Google slams the door on ‘low-quality sites’: What does it mean?

The change presumably affects so-called content farms, but it’s also a reminder of how Google ranks press releases.

Now the search giant is targeting “low-quality” websites, which are often overloaded with text to affect search. Here’s what Google’s search czar Matt Cutts said in a blog post:

“This update is designed to reduce rankings for low-quality sites—sites which are low-value add for users, copy content from other websites or sites that are just not very useful. At the same time, it will provide better rankings for high-quality sites—sites with original content and information such as research, in-depth reports, thoughtful analysis and so on.”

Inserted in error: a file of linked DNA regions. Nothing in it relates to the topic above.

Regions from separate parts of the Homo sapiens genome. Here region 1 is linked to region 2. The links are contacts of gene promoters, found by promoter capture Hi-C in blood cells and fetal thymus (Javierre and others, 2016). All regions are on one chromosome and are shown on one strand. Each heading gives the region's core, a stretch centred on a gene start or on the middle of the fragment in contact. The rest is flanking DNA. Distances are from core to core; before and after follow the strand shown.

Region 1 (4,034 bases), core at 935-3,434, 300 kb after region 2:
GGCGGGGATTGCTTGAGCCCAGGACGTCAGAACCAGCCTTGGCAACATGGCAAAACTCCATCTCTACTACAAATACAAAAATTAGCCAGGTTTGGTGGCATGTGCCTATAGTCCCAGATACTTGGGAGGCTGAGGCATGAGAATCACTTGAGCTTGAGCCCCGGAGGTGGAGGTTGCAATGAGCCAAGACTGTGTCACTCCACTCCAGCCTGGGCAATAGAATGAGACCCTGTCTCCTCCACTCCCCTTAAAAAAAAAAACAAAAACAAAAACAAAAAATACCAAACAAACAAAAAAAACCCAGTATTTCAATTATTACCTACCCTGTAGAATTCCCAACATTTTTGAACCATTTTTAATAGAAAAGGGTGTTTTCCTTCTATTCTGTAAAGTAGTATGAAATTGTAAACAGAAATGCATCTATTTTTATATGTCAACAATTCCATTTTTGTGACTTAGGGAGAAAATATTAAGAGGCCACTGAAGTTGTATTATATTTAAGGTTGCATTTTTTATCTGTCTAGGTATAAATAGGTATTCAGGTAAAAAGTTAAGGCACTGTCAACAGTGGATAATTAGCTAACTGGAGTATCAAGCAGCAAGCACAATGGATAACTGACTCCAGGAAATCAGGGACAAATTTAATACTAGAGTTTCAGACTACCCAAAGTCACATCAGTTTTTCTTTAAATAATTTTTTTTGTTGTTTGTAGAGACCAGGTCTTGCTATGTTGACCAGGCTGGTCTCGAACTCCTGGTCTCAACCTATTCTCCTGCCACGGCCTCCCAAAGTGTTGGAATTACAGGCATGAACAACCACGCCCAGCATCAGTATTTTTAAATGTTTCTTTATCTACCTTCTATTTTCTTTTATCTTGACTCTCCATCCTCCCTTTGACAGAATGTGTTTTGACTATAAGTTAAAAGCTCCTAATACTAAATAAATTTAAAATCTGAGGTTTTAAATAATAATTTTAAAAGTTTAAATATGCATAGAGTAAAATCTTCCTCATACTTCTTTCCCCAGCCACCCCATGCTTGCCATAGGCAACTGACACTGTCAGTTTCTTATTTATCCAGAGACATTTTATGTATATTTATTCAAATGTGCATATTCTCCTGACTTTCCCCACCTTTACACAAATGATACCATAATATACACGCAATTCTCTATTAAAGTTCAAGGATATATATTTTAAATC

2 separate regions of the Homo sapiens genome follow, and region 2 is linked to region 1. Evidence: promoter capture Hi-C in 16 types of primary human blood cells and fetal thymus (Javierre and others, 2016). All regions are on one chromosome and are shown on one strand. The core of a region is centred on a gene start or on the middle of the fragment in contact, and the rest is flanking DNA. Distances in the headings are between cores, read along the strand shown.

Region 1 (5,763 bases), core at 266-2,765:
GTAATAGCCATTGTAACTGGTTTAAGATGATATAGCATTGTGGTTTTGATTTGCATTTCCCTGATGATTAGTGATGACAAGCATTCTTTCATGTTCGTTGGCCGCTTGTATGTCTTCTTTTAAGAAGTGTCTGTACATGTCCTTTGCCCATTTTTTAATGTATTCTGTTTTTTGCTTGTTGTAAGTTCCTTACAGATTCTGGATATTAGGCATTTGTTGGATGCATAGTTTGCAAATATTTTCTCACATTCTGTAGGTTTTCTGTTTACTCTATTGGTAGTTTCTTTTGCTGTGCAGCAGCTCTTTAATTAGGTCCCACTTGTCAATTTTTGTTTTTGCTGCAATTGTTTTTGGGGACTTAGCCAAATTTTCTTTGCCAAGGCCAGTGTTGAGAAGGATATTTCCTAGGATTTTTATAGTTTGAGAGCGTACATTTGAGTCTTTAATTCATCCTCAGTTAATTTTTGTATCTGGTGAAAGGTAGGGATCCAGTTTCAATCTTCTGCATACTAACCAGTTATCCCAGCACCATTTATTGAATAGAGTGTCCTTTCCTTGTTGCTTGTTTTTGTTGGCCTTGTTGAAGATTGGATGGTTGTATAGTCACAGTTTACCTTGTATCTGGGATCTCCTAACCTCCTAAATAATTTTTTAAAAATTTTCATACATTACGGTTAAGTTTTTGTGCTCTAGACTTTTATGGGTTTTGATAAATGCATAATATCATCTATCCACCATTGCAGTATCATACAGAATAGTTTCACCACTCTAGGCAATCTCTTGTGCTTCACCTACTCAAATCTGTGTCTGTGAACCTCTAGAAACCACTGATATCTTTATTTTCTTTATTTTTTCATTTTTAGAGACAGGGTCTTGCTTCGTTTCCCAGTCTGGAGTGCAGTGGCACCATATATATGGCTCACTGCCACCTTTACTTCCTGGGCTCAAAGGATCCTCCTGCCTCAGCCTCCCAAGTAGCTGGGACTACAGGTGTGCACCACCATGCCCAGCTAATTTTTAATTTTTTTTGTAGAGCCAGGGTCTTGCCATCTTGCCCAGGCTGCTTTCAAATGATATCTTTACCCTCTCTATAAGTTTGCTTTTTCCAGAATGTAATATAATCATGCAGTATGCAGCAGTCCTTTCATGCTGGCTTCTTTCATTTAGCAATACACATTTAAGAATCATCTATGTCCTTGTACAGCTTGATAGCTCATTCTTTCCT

The move affects 11.8 percent of search queries. The changes are so subtle, Google said, that few people will notice them. The move applies to only U.S. searches, but the company plans to roll out the changes worldwide.

The company didn’t say that the move specifically targets “content farms,” but many are making that assumption.

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